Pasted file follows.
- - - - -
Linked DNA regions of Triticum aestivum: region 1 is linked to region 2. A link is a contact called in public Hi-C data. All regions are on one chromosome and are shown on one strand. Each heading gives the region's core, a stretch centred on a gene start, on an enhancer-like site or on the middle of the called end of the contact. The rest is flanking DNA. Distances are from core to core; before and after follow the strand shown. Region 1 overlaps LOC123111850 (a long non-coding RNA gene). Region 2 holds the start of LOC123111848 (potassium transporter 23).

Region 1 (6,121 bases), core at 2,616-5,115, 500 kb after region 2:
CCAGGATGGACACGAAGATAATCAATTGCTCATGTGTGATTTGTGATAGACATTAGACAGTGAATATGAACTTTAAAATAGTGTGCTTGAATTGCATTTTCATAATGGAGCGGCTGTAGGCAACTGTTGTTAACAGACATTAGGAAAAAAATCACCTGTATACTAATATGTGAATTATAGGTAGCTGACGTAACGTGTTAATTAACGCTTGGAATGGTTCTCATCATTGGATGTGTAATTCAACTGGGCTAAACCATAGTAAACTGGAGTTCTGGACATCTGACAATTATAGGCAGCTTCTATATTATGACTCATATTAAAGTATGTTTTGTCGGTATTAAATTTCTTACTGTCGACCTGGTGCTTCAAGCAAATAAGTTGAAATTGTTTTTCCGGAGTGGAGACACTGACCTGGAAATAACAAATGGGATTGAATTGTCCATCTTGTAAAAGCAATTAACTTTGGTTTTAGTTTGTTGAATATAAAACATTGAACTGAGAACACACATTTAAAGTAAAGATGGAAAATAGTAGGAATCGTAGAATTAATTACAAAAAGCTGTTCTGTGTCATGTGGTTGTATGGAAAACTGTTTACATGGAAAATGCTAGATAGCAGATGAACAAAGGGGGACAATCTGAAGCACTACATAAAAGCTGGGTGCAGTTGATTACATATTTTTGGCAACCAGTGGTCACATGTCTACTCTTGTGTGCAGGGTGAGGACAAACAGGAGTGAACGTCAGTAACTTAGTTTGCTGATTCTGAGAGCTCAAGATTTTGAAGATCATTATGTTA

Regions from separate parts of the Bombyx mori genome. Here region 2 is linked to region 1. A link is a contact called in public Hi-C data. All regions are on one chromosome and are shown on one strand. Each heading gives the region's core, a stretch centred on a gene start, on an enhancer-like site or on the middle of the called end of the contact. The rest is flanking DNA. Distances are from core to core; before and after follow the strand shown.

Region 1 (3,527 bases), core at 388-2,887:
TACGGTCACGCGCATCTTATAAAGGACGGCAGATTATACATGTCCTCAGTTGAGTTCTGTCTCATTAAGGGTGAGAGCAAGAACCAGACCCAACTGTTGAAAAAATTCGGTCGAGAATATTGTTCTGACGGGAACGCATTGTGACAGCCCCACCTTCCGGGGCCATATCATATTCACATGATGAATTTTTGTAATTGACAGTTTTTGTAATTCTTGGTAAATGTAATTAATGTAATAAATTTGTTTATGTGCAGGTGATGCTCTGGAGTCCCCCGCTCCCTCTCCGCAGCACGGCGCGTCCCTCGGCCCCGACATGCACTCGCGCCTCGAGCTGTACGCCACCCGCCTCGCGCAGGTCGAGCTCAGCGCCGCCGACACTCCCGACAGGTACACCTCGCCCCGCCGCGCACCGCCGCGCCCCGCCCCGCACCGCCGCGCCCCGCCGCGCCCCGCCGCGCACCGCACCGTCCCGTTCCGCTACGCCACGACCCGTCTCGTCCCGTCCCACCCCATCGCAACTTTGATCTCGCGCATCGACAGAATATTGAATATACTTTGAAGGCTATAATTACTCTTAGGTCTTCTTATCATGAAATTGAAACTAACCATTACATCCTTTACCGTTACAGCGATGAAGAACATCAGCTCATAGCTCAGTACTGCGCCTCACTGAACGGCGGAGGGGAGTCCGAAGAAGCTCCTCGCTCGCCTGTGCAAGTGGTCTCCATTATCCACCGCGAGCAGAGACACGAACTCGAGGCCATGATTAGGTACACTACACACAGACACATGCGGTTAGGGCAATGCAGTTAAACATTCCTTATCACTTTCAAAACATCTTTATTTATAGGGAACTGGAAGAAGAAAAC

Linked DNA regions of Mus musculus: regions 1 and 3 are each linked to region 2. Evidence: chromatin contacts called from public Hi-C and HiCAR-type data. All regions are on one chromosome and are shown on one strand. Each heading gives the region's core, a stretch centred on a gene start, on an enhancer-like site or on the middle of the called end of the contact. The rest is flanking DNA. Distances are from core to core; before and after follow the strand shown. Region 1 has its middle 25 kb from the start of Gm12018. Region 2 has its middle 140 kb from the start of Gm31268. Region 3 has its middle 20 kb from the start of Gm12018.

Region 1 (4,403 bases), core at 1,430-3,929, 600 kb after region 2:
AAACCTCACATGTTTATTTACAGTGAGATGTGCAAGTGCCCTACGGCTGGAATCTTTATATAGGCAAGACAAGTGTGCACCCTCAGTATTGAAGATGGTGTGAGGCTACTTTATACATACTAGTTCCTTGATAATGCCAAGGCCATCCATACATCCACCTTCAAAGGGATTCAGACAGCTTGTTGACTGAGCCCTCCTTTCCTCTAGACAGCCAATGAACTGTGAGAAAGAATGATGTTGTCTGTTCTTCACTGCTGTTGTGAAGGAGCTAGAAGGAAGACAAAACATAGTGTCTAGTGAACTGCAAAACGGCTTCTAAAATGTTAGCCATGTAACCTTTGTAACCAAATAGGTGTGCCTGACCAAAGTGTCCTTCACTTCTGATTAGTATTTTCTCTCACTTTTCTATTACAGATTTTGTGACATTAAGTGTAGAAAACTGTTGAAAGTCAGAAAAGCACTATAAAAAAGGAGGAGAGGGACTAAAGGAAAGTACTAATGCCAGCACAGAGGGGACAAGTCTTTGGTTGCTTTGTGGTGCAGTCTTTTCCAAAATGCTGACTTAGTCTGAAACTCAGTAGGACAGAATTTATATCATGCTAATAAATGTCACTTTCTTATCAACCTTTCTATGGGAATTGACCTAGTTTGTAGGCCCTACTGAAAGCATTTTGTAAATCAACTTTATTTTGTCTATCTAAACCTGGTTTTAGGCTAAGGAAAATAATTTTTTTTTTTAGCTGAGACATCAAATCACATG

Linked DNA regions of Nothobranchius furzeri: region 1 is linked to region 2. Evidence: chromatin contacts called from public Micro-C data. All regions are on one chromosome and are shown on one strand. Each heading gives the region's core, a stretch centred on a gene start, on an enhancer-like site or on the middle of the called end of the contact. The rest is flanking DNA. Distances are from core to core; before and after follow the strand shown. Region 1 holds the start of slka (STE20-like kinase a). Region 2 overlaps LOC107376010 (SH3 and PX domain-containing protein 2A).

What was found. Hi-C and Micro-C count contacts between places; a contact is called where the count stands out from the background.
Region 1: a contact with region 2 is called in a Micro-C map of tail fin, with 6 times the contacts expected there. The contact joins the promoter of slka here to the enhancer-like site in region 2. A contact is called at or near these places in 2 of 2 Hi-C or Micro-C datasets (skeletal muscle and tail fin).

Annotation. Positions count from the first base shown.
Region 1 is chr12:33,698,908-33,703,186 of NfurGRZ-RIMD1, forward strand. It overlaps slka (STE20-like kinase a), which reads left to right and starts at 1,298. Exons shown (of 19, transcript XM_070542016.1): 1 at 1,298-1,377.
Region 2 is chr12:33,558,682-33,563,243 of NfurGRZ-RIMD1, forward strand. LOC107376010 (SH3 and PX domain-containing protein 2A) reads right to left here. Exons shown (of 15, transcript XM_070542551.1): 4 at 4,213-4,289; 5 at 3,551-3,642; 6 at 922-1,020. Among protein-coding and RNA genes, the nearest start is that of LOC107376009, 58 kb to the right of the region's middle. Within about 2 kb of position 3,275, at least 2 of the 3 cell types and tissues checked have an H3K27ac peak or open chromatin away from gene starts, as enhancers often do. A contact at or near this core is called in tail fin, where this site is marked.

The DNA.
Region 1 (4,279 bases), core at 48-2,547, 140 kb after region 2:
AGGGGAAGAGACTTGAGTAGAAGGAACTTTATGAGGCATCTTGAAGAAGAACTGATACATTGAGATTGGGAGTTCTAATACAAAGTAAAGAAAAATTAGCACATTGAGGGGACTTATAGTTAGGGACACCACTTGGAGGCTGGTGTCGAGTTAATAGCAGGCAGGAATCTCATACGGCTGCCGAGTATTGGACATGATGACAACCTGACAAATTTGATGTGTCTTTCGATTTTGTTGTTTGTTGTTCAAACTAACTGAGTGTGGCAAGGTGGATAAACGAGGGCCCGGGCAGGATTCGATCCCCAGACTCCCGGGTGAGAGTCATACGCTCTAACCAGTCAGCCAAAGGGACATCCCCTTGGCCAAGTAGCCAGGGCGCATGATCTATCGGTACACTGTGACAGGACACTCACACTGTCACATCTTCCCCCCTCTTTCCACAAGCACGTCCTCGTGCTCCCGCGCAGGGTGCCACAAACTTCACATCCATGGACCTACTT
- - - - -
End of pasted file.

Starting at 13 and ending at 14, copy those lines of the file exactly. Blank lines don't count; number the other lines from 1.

Annotation. Positions count from the first base shown.
Region 1 is chr12:33,698,908-33,703,186 of NfurGRZ-RIMD1, forward strand. It overlaps slka (STE20-like kinase a), which reads left to right and starts at 1,298. Exons shown (of 19, transcript XM_070542016.1): 1 at 1,298-1,377.